twitter Tweet

Effective contraception use more prevalent in Medicaid expansion states

Community health centers increase contraceptive access for women, adolescents at higher risk of unintended pregnancy
Data from over 500,000 women receiving health care at community health care centers, showed Medicaid expansion was associated with an increase in the use of long-acting reversible contraception among women at risk of pregnancy, compared with non-expansion states. (Getty Images)

A study published in JAMA Open Network shows an increase in the use of the most effective birth control methods in women who live in states that expanded Medicaid under the Affordable Care Act, with a stronger effect among adolescents.

Blair Darney, Ph.D., M.P.H.
Blair Darney, Ph.D., M.P.H.

While the change may be small – at increase rates of 1.2% and 1.8%, respectively -- study author Blair Darney, Ph.D., M.P.H., says the outcome is significant in terms of population health.

“Unintended pregnancy disproportionately affects women who have lower incomes or who are underinsured,” says Darney, an assistant professor of obstetrics and gynecology in the OHSU School of Medicine. “Even a small increase in access to the most effective methods of contraception will reduce disparities in unintended pregnancy. Our findings indicate that Medicaid expansion increased access to the most effective methods of contraception in community health centers, independent of other programs for low-income women such as Title X and state family planning programs.”

The study analyzed data from more than 500,000 women accessing primary care in community health centers in both expansion and non-expansion states. Overall results show that Medicaid expansion was associated with an increase in the use of long-acting reversible contraception, or LARC, among women at risk of pregnancy, compared with non-expansion states. Common LARC methods, including contraceptive implants or intrauterine devices, are among the most reliable birth control options available and can be up to 20 times more effective than the pill or patch.

Researchers also found that LARC use increased most among adolescent females who accessed care at community health centers in Medicaid expansion states. “Our data indicates that following Medicaid expansion, 6.1% of adolescents seen in expansion state community health centers were using highly effective forms of contraception, compared with 2% in non-expansion states,” says Darney.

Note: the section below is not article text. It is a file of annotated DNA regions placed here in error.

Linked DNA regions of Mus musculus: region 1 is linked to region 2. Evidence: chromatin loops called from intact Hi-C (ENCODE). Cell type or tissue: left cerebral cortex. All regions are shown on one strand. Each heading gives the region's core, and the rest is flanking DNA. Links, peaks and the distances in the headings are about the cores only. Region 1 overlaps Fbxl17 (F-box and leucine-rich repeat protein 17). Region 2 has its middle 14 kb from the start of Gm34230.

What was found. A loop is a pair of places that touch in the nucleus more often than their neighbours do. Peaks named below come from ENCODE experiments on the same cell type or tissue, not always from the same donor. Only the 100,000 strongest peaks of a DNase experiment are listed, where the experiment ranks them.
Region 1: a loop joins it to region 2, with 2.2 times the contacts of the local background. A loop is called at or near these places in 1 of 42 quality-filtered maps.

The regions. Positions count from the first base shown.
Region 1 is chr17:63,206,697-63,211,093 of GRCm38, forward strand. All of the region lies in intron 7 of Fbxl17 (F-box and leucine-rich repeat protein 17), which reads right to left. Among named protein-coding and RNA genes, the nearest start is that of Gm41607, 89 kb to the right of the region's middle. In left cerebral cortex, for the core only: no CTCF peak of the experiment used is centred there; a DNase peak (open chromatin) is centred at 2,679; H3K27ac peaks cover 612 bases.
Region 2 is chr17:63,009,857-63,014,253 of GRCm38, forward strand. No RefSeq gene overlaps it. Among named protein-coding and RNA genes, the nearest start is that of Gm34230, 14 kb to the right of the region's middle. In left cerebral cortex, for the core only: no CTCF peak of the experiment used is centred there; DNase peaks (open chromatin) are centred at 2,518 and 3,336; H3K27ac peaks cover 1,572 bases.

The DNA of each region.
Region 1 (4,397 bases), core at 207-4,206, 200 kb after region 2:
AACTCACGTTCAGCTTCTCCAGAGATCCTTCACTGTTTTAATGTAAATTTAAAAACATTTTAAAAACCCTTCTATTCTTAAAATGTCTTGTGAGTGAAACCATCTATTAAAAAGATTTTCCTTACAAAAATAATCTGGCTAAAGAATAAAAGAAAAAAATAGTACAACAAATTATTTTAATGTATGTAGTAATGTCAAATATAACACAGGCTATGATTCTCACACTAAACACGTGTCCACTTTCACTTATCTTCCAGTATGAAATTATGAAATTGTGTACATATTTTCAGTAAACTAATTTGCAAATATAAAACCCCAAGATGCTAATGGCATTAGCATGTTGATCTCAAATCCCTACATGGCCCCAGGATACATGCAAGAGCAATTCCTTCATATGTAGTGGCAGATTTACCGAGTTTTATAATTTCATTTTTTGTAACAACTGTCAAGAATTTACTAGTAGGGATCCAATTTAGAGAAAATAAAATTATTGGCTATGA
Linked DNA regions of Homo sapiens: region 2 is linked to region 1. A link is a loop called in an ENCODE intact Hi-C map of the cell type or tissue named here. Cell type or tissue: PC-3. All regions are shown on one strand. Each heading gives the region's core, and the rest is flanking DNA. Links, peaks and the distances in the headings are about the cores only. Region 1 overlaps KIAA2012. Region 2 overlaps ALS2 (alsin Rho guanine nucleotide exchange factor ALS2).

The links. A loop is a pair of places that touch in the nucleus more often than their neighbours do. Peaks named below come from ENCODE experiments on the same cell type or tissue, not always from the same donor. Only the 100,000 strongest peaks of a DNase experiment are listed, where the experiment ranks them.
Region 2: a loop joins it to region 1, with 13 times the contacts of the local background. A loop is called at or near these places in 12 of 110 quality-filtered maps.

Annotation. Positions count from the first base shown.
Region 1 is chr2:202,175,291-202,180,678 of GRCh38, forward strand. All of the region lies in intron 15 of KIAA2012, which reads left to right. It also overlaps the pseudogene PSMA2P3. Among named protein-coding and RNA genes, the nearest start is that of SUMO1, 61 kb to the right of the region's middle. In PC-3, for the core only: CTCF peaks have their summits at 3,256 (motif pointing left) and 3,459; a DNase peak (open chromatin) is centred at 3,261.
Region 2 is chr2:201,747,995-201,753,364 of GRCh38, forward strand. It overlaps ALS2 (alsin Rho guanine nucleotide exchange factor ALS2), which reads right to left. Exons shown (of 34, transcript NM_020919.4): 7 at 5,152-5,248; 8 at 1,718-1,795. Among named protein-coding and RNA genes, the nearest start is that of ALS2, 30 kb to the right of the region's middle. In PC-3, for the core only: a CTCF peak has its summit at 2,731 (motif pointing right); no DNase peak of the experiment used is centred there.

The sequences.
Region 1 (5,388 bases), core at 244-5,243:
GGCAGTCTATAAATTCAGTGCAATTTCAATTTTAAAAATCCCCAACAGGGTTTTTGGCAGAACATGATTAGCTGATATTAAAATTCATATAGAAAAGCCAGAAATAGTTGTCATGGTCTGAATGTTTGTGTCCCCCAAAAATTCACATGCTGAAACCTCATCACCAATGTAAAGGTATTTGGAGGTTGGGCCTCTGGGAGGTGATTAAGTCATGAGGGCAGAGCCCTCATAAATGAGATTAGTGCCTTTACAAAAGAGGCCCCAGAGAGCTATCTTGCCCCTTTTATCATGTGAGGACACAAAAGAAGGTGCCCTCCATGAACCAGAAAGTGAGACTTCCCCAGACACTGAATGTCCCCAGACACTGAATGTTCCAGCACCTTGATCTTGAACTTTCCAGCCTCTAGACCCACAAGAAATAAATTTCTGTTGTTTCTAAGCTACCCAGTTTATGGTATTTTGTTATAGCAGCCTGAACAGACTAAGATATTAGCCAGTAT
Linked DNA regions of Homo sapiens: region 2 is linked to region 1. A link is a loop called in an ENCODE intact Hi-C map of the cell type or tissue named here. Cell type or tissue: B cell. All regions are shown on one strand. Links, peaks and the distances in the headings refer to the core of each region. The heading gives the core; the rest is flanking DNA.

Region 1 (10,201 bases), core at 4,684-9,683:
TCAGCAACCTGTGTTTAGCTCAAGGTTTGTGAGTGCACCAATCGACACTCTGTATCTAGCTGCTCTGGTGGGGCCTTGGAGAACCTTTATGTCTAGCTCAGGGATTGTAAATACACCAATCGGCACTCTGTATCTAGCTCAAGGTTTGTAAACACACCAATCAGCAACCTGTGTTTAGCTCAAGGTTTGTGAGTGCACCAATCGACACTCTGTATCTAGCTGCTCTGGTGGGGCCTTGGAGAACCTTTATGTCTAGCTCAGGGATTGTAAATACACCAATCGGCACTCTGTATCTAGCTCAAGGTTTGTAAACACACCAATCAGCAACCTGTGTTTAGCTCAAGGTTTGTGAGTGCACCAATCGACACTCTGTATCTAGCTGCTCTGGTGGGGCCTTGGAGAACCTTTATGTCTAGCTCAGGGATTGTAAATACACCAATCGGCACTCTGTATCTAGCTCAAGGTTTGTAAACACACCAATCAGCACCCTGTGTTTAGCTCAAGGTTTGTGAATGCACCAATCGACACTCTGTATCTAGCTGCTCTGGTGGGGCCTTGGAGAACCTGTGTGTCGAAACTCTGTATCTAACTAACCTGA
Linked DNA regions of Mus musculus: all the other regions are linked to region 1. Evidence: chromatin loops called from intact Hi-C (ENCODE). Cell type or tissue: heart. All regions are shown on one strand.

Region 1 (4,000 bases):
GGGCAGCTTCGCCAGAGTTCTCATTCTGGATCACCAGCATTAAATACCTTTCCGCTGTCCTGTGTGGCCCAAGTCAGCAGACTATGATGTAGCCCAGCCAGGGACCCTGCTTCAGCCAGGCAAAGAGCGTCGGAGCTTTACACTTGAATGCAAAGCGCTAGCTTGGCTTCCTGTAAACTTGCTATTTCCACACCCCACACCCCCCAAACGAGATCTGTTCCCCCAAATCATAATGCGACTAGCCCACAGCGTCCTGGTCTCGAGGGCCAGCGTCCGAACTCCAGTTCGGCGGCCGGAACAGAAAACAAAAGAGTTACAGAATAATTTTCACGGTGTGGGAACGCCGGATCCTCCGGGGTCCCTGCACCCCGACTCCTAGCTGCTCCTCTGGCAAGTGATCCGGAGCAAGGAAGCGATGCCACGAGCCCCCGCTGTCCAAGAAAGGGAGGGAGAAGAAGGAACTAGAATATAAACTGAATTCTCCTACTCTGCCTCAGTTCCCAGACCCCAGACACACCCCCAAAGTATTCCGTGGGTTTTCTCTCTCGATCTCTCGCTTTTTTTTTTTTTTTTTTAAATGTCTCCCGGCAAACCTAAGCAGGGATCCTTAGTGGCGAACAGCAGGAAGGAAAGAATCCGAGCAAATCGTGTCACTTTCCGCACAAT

This work is part of the EVERYWOMAN study, a five-year project aimed at understanding the impact of the Affordable Care Act and state health policies on women’s health care, led by Erika Cottrell, Ph.D., an assistant professor of family medicine in the OHSU School of Medicine, and an investigator at OCHIN.

The EVERYWOMAN study is funded by the Agency for Healthcare Research and Quality (award 1R01HS025155-01) and conducted with the Accelerating Data Value across a National Community Health Center Network (ADVANCE) Clinical Research Network, a member of the People-Centered Research Foundation Consortium, an initiative of the Patient-Centered Outcomes Research Institute. The ADVANCE network is led by OCHIN Inc in partnership with the Health Choice Network, Fenway Health, Oregon Health and Science University, and the Robert Graham Center/HealthLandscape and funded through the People-Centered Research Foundation (contract number 1237).

A second study, led by Darney and published in the May 2020 issue of the journal Medical Care, further determined that the rate of uninsured contraceptive visits at community health centers decreased following the implementation of Medicaid expansion under the ACA in both expansion and nonexpansion states. States that experienced Medicaid  expansion saw the largest percentage of decline. According to Darney, this outcome indicates that Title X, which is dedicated to providing individuals with comprehensive family planning and related preventive health services,  continues to play an important role in access to care and coverage.

Previous Story Husband-wife team from Stanford University tapped to lead two cancer programs at OHSU Next Story New injection could prevent HIV in nonhuman primates